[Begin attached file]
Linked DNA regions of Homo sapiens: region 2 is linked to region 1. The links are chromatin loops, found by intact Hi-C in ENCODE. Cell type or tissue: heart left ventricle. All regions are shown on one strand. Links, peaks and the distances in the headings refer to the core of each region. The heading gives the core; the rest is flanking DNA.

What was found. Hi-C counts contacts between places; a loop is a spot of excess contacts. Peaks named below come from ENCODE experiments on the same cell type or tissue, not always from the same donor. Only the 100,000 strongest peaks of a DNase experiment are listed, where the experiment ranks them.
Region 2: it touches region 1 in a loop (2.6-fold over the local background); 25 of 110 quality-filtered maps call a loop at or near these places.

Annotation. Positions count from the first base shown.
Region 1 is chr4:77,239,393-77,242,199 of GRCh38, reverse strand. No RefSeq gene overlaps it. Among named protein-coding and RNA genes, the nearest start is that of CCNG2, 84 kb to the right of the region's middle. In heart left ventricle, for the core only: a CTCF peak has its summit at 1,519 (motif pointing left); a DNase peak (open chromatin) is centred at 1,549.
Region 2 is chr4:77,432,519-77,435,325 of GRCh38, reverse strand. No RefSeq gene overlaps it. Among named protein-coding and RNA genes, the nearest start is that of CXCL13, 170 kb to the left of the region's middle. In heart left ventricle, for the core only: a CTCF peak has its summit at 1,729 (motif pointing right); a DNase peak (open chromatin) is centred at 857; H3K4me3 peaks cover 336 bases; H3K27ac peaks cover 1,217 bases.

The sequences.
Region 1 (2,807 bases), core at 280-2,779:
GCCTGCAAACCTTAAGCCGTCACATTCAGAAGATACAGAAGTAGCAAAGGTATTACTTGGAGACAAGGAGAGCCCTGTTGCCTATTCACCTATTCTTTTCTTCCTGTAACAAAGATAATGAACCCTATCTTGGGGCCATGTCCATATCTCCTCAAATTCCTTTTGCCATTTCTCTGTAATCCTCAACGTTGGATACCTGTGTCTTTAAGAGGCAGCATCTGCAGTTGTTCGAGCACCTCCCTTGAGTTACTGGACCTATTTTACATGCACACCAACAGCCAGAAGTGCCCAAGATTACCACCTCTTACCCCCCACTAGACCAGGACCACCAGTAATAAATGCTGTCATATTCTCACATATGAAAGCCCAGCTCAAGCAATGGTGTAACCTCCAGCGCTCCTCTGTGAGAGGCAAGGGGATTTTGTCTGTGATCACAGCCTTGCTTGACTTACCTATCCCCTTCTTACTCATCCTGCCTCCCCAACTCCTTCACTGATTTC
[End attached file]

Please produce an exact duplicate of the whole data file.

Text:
Linked DNA regions of Homo sapiens: region 2 is linked to region 1. The links are chromatin loops, found by intact Hi-C in ENCODE. Cell type or tissue: heart left ventricle. All regions are shown on one strand. Links, peaks and the distances in the headings refer to the core of each region. The heading gives the core; the rest is flanking DNA.

What was found. Hi-C counts contacts between places; a loop is a spot of excess contacts. Peaks named below come from ENCODE experiments on the same cell type or tissue, not always from the same donor. Only the 100,000 strongest peaks of a DNase experiment are listed, where the experiment ranks them.
Region 2: it touches region 1 in a loop (2.6-fold over the local background); 25 of 110 quality-filtered maps call a loop at or near these places.

Annotation. Positions count from the first base shown.
Region 1 is chr4:77,239,393-77,242,199 of GRCh38, reverse strand. No RefSeq gene overlaps it. Among named protein-coding and RNA genes, the nearest start is that of CCNG2, 84 kb to the right of the region's middle. In heart left ventricle, for the core only: a CTCF peak has its summit at 1,519 (motif pointing left); a DNase peak (open chromatin) is centred at 1,549.
Region 2 is chr4:77,432,519-77,435,325 of GRCh38, reverse strand. No RefSeq gene overlaps it. Among named protein-coding and RNA genes, the nearest start is that of CXCL13, 170 kb to the left of the region's middle. In heart left ventricle, for the core only: a CTCF peak has its summit at 1,729 (motif pointing right); a DNase peak (open chromatin) is centred at 857; H3K4me3 peaks cover 336 bases; H3K27ac peaks cover 1,217 bases.

The sequences.
Region 1 (2,807 bases), core at 280-2,779:
GCCTGCAAACCTTAAGCCGTCACATTCAGAAGATACAGAAGTAGCAAAGGTATTACTTGGAGACAAGGAGAGCCCTGTTGCCTATTCACCTATTCTTTTCTTCCTGTAACAAAGATAATGAACCCTATCTTGGGGCCATGTCCATATCTCCTCAAATTCCTTTTGCCATTTCTCTGTAATCCTCAACGTTGGATACCTGTGTCTTTAAGAGGCAGCATCTGCAGTTGTTCGAGCACCTCCCTTGAGTTACTGGACCTATTTTACATGCACACCAACAGCCAGAAGTGCCCAAGATTACCACCTCTTACCCCCCACTAGACCAGGACCACCAGTAATAAATGCTGTCATATTCTCACATATGAAAGCCCAGCTCAAGCAATGGTGTAACCTCCAGCGCTCCTCTGTGAGAGGCAAGGGGATTTTGTCTGTGATCACAGCCTTGCTTGACTTACCTATCCCCTTCTTACTCATCCTGCCTCCCCAACTCCTTCACTGATTTC